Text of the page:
One of the dilemmas that could have been avoided was the massive confusion of whether the United States was engaged in hunting down a criminal conspiracy or waging war on a foreign enemy. If the former, then the goal is to punish the guilty. If the latter, then the goal is to destroy the enemy. Imagine that after Pearl Harbor, FDR had promised to hunt down every pilot who attacked Pearl Harbor and bring them to justice, rather than calling for a declaration of war against a hostile nation and all who bore arms on its behalf regardless of what they had done. The goal in war is to prevent the other side from acting, not to punish the actors.


The Importance of the Declaration

A declaration of war, I am arguing, is an essential aspect of war fighting particularly for the republic when engaged in frequent wars. It achieves a number of things. First, it holds both Congress and the president equally responsible for the decision, and does so unambiguously. Second, it affirms to the people that their lives have now changed and that they will be bearing burdens. Third, it gives the president the political and moral authority he needs to wage war on their behalf and forces everyone to share in the moral responsibility of war. And finally, by submitting it to a political process, many wars might be avoided. When we look at some of our wars after World War II it is not clear they had to be fought in the national interest, nor is it clear that the presidents would not have been better remembered if they had been restrained. A declaration of war both frees and restrains the president, as it was meant to do.

I began by talking about the American empire. I won’t make the argument on that here, but simply assert it. What is most important is that the republic not be overwhelmed in the course of pursuing imperial goals. The declaration of war is precisely the point at which imperial interests can overwhelm republican prerogatives.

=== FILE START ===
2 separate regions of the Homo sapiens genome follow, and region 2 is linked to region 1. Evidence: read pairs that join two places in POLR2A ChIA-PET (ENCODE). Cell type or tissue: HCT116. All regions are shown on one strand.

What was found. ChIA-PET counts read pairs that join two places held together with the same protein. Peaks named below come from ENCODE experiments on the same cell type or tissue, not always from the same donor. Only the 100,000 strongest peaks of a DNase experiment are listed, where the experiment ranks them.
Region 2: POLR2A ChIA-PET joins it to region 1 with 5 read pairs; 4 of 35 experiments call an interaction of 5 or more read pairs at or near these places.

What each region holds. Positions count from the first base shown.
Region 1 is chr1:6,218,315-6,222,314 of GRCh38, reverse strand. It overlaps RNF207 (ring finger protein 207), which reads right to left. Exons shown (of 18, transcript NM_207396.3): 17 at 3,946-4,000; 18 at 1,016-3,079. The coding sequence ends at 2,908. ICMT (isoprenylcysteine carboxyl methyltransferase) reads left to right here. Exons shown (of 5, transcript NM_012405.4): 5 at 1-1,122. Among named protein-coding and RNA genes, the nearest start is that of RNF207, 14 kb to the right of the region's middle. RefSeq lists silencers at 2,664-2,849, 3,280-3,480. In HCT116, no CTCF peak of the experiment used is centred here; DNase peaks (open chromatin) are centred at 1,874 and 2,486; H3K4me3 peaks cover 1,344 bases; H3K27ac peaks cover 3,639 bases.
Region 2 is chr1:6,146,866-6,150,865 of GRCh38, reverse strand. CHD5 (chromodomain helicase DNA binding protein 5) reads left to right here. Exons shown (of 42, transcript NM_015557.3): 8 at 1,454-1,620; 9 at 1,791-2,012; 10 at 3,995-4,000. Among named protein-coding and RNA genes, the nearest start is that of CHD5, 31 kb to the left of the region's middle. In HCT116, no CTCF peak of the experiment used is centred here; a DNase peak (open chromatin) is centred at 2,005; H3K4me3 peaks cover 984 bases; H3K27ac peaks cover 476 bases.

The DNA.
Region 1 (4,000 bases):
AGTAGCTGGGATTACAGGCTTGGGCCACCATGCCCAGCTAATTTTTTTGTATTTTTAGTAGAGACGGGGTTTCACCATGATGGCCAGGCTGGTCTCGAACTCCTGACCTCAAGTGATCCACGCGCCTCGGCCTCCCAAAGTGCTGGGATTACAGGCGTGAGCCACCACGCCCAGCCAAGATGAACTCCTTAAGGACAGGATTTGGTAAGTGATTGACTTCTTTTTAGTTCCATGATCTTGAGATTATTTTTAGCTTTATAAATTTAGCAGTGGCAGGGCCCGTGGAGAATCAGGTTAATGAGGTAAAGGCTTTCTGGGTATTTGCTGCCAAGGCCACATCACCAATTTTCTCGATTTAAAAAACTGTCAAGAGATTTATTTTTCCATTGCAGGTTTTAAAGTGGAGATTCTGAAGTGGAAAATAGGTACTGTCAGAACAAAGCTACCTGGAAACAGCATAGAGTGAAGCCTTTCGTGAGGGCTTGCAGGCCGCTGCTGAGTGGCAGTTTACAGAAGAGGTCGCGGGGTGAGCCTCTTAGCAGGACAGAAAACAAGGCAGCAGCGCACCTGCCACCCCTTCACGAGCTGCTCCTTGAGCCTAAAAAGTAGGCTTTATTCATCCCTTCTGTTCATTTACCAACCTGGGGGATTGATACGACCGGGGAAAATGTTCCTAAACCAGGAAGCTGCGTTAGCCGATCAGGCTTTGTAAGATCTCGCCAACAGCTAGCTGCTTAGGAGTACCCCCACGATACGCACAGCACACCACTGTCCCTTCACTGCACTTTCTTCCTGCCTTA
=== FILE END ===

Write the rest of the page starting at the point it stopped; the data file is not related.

There are enormous complexities here. Nuclear war has not been abolished. The United States has treaty obligations to the United Nations and other countries. Covert operations are essential, as is military assistance, both of which can lead to war. I am not making the argument that constant accommodation to reality does not have to be made. I am making the argument that the suspension of Section 8 of Article I as if it is possible to amend the Constitution with a wink and nod represents a mortal threat to the republic. If this can be done, what can’t be done?

My readers will know that I am far from squeamish about war. I have questions about Libya, for example, but I am open to the idea that it is a low-cost, politically appropriate measure. But I am not open to the possibility that quickly after the commencement of hostilities the president need not receive authority to wage war from Congress. And I am arguing that neither the Congress nor the president have the authority to substitute resolutions for declarations of war. Nor should either want to. Politically, this has too often led to disaster for presidents. Morally, committing the lives of citizens to waging war requires meticulous attention to the law and proprieties.

As our international power and interests surge, it would seem reasonable that our commitment to republican principles would surge. These commitments appear inconvenient. They are meant to be. War is a serious matter, and presidents and particularly Congresses should be inconvenienced on the road to war. Members of Congress should not be able to hide behind ambiguous resolutions only to turn on the president during difficult times, claiming that they did not mean what they voted for. A vote on a declaration of war ends that. It also prevents a president from acting as king by default. Above all, it prevents the public from pretending to be victims when their leaders take them to war. The possibility of war will concentrate the mind of a distracted public like nothing else. It turns voting into a life-or-death matter, a tonic for our adolescent body politic.